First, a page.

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West Queens civics meet with police on relations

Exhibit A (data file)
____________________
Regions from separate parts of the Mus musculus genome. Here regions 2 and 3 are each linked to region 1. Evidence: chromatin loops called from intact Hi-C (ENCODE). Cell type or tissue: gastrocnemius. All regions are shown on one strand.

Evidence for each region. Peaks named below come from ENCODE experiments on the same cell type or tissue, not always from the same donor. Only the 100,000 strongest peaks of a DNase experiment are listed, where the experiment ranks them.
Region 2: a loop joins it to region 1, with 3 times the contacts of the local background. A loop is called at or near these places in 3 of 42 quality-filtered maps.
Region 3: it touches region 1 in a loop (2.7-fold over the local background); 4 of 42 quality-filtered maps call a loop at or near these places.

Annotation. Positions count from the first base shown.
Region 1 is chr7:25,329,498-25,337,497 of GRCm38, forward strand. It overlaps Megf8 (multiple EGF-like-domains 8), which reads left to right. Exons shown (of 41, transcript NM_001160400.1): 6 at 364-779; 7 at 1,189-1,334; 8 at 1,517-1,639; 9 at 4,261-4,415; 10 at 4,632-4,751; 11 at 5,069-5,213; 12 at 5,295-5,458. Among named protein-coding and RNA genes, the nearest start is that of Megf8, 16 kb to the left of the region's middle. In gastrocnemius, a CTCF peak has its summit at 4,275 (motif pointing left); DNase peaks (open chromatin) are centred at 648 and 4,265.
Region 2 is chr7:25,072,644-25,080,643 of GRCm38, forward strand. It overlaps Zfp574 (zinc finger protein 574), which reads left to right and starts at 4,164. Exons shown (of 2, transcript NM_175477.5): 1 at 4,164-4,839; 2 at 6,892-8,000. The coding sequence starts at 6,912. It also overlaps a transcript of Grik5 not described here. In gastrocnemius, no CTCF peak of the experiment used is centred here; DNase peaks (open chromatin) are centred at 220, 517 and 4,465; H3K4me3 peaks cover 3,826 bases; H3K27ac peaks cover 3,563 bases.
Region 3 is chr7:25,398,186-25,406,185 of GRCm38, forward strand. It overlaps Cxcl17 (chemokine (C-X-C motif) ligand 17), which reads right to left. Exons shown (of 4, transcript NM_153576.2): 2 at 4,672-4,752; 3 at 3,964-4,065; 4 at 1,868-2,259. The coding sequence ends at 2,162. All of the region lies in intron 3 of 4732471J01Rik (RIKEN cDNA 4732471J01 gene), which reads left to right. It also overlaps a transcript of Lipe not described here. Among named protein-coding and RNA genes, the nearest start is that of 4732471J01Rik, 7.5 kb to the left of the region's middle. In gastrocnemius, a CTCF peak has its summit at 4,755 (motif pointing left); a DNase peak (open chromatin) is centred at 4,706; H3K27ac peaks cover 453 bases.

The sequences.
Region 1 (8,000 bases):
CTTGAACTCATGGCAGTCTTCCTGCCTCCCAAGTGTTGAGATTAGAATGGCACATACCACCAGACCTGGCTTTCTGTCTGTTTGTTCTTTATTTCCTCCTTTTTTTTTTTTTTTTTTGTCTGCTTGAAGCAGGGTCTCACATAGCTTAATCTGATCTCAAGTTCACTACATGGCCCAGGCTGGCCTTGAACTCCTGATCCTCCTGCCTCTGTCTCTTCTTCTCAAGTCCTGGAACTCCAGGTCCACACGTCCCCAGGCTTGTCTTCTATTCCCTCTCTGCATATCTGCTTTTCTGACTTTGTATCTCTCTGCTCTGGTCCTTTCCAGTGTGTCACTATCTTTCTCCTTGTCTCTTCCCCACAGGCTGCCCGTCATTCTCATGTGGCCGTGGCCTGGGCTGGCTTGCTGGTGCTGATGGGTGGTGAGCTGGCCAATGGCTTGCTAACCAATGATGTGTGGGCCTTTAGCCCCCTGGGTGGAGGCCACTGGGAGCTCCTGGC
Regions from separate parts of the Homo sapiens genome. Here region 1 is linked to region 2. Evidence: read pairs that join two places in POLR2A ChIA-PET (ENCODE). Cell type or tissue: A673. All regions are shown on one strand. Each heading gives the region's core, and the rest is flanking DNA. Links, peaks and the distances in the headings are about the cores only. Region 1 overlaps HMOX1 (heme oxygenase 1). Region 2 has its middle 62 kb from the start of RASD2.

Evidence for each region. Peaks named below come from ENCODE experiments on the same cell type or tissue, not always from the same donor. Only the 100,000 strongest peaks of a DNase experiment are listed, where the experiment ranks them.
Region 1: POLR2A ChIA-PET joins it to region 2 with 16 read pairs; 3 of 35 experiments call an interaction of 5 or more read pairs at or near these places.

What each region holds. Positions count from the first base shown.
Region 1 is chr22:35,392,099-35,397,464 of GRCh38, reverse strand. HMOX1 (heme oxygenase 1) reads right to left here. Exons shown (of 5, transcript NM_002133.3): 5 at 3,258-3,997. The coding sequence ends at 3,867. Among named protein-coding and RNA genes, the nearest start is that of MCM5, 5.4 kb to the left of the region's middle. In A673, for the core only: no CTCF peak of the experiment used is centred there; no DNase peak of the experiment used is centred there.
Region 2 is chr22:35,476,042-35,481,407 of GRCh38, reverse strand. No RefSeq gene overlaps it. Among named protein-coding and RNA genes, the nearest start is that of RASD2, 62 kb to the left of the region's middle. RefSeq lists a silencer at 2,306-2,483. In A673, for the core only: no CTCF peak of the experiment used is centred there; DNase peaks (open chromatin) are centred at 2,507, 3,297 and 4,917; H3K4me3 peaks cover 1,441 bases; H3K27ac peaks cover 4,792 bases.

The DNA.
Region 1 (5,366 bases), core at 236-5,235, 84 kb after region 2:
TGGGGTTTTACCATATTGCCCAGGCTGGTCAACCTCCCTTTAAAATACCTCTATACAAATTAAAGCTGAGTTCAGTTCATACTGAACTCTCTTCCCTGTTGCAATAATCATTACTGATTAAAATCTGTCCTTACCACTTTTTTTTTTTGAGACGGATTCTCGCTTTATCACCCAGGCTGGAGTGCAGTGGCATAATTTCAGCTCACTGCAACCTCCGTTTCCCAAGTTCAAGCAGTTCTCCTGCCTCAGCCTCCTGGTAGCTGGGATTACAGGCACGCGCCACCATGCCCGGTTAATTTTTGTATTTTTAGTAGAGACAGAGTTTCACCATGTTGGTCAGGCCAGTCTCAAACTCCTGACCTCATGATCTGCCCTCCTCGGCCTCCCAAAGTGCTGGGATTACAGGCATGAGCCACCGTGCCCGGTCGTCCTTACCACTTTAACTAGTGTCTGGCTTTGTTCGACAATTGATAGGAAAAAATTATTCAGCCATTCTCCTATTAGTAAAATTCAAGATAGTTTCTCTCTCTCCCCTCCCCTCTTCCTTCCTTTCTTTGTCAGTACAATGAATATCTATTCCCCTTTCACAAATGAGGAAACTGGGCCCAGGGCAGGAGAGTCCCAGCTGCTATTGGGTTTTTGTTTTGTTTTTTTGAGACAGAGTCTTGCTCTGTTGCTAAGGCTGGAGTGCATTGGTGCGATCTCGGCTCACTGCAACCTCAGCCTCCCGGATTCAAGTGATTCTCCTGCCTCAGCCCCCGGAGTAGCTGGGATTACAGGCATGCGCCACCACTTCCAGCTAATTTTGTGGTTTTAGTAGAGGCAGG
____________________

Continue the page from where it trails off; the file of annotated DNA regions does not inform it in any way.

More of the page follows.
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The meeting was sparsely attended despite being held just over a month after the arrests of three men tied to a series of violent attacks that included a murder in Flushing Meadows Corona Park.The overwhelming majority of the approximately 50 people attending were police officials, Community Board 4 members or other leaders in the area.City Councilwoman Helen Sears (D-Jackson Heights) led the meeting, held at the Elmhurst Hospital Center at 79-01 Broadway, and was joined by councilmen Hiram Monserrate (D-Corona) and Peter Vallone (D-Astoria). Police representatives included Community Affairs chief Douglas Zeigler, Patrol Borough Queens North commanding officer Assistant Chief James Tuller and 110th Precinct commanding officer Deputy Inspector Thomas Pilkington.Openly gay Jackson Heights district leader Daniel Dromm recommended that police open more lines of communication with gay residents, who form a significant population in Jackson Heights.Tuller said Dromm was welcome to come and speak at the morning meeting."Address our roll call. You can express your concerns directly to them," he said.Other residents said they wanted the police to shut down consistently troublesome bars.Vallone said there was proposed legislation that would expand the offenses that could be used under the so-called nuisance abatement laws to close the clubs, such as if a bar hires unlicensed bouncers.Lefrak City resident Ernestine McKayle spoke with emotion about her grandson, 28-year-old Jabari McKayle, who was gunned down Sept. 5, 2005 in a courtyard in the complex that is home to 5,000 families.She said Jabari McKayle's seven years in prison prior to his death had damaged him emotionally."My grandson only lived five months after he was released," she said.Other residents' issues were outside the borough. South Ozone Park resident Frederick Coleman, who works at Elmhurst Medical Center, said his three sons were arrested for no reason running to catch the subway in the Bronx.His sons, aged 21, 18 and 17, were running to meet their father who was with a terminally ill friend at Elmhurst hospital on Sunday."Up until today I haven't heard a reason why they stopped my boys," he said.Reach reporter Adam Pincus by e-mail at news@timesledger.com or by phone at 718-229-0300, Ext. 154.

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